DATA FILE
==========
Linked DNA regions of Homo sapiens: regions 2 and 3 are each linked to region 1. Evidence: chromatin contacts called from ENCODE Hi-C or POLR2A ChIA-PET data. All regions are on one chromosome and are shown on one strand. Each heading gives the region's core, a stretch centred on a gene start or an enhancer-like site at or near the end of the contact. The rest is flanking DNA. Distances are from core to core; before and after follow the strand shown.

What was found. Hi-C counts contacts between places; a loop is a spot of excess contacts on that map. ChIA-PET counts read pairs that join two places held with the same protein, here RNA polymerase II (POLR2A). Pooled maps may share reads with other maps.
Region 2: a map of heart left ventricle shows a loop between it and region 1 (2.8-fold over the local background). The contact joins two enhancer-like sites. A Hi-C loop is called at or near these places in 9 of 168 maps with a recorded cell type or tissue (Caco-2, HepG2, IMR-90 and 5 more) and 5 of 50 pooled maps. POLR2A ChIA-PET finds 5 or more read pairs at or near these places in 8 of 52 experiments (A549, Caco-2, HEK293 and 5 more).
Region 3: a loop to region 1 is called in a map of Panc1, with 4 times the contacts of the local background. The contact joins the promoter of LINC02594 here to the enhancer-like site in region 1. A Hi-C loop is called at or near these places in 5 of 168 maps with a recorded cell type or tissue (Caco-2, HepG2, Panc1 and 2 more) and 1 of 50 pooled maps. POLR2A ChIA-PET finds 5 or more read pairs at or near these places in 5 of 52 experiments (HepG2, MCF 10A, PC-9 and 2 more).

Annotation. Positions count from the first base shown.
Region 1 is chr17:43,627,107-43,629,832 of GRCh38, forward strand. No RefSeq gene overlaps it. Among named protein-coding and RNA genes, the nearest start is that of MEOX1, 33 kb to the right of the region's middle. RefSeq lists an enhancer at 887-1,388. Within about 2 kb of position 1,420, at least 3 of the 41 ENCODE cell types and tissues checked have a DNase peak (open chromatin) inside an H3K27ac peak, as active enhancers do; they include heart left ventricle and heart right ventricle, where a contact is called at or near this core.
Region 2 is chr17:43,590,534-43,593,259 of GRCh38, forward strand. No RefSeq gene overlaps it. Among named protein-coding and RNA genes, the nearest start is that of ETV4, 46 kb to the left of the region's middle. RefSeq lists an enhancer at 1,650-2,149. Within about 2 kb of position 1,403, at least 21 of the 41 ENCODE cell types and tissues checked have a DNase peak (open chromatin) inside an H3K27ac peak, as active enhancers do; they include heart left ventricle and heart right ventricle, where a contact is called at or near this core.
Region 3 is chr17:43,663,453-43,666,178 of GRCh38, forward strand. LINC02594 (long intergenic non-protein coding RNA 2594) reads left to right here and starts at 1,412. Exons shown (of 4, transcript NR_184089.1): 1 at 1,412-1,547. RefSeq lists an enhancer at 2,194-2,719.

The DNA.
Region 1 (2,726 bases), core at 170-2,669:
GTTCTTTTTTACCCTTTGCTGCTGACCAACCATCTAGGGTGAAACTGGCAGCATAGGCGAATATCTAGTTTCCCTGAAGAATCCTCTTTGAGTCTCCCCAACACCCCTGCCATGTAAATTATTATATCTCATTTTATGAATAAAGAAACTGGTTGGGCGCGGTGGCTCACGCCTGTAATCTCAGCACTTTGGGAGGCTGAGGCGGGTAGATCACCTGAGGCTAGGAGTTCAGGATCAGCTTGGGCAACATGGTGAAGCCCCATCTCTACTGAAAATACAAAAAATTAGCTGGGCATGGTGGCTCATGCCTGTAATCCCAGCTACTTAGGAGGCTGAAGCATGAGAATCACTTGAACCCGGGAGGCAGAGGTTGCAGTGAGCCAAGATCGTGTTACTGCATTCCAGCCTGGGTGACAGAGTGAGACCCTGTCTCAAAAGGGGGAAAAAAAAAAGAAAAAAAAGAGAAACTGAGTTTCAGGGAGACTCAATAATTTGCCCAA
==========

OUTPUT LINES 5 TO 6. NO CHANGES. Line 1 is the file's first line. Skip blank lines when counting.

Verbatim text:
Annotation. Positions count from the first base shown.
Region 1 is chr17:43,627,107-43,629,832 of GRCh38, forward strand. No RefSeq gene overlaps it. Among named protein-coding and RNA genes, the nearest start is that of MEOX1, 33 kb to the right of the region's middle. RefSeq lists an enhancer at 887-1,388. Within about 2 kb of position 1,420, at least 3 of the 41 ENCODE cell types and tissues checked have a DNase peak (open chromatin) inside an H3K27ac peak, as active enhancers do; they include heart left ventricle and heart right ventricle, where a contact is called at or near this core.